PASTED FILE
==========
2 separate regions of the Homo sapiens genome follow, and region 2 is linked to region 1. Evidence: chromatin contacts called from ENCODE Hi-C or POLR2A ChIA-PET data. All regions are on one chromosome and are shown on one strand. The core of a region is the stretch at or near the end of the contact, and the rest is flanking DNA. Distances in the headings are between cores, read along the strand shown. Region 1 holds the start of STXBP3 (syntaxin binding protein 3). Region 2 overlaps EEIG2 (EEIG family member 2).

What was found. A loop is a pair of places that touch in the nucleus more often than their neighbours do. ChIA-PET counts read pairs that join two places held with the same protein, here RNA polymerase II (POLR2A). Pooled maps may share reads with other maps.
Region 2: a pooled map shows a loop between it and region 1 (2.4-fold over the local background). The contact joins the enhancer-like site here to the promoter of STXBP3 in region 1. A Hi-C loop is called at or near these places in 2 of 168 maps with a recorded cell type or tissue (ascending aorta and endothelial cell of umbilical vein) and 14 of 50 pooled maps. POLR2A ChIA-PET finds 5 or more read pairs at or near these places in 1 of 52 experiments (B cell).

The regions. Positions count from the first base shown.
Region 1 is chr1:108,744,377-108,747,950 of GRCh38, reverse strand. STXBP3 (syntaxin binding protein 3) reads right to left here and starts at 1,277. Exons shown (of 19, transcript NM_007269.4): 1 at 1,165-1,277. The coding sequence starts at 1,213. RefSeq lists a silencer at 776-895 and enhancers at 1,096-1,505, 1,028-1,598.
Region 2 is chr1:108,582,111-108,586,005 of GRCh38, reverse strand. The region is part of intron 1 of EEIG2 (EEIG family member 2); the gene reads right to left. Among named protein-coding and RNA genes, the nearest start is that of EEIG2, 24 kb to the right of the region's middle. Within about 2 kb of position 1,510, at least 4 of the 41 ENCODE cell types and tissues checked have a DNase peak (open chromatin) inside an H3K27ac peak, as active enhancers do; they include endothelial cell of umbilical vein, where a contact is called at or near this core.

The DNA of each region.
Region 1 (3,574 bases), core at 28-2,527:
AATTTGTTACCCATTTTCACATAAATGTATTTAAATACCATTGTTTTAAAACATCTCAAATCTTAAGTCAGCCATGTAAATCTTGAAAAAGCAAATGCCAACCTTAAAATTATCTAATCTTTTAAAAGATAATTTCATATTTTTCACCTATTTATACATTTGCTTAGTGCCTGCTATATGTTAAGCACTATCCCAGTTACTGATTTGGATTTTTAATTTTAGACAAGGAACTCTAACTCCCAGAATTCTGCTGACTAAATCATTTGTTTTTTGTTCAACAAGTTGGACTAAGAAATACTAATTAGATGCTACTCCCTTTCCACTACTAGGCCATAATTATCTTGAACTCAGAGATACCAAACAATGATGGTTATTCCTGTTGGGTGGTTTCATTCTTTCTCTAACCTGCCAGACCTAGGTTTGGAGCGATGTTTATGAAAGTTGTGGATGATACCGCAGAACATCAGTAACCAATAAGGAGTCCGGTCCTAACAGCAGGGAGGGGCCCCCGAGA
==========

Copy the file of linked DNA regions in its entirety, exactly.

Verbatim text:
2 separate regions of the Homo sapiens genome follow, and region 2 is linked to region 1. Evidence: chromatin contacts called from ENCODE Hi-C or POLR2A ChIA-PET data. All regions are on one chromosome and are shown on one strand. The core of a region is the stretch at or near the end of the contact, and the rest is flanking DNA. Distances in the headings are between cores, read along the strand shown. Region 1 holds the start of STXBP3 (syntaxin binding protein 3). Region 2 overlaps EEIG2 (EEIG family member 2).

What was found. A loop is a pair of places that touch in the nucleus more often than their neighbours do. ChIA-PET counts read pairs that join two places held with the same protein, here RNA polymerase II (POLR2A). Pooled maps may share reads with other maps.
Region 2: a pooled map shows a loop between it and region 1 (2.4-fold over the local background). The contact joins the enhancer-like site here to the promoter of STXBP3 in region 1. A Hi-C loop is called at or near these places in 2 of 168 maps with a recorded cell type or tissue (ascending aorta and endothelial cell of umbilical vein) and 14 of 50 pooled maps. POLR2A ChIA-PET finds 5 or more read pairs at or near these places in 1 of 52 experiments (B cell).

The regions. Positions count from the first base shown.
Region 1 is chr1:108,744,377-108,747,950 of GRCh38, reverse strand. STXBP3 (syntaxin binding protein 3) reads right to left here and starts at 1,277. Exons shown (of 19, transcript NM_007269.4): 1 at 1,165-1,277. The coding sequence starts at 1,213. RefSeq lists a silencer at 776-895 and enhancers at 1,096-1,505, 1,028-1,598.
Region 2 is chr1:108,582,111-108,586,005 of GRCh38, reverse strand. The region is part of intron 1 of EEIG2 (EEIG family member 2); the gene reads right to left. Among named protein-coding and RNA genes, the nearest start is that of EEIG2, 24 kb to the right of the region's middle. Within about 2 kb of position 1,510, at least 4 of the 41 ENCODE cell types and tissues checked have a DNase peak (open chromatin) inside an H3K27ac peak, as active enhancers do; they include endothelial cell of umbilical vein, where a contact is called at or near this core.

The DNA of each region.
Region 1 (3,574 bases), core at 28-2,527:
AATTTGTTACCCATTTTCACATAAATGTATTTAAATACCATTGTTTTAAAACATCTCAAATCTTAAGTCAGCCATGTAAATCTTGAAAAAGCAAATGCCAACCTTAAAATTATCTAATCTTTTAAAAGATAATTTCATATTTTTCACCTATTTATACATTTGCTTAGTGCCTGCTATATGTTAAGCACTATCCCAGTTACTGATTTGGATTTTTAATTTTAGACAAGGAACTCTAACTCCCAGAATTCTGCTGACTAAATCATTTGTTTTTTGTTCAACAAGTTGGACTAAGAAATACTAATTAGATGCTACTCCCTTTCCACTACTAGGCCATAATTATCTTGAACTCAGAGATACCAAACAATGATGGTTATTCCTGTTGGGTGGTTTCATTCTTTCTCTAACCTGCCAGACCTAGGTTTGGAGCGATGTTTATGAAAGTTGTGGATGATACCGCAGAACATCAGTAACCAATAAGGAGTCCGGTCCTAACAGCAGGGAGGGGCCCCCGAGA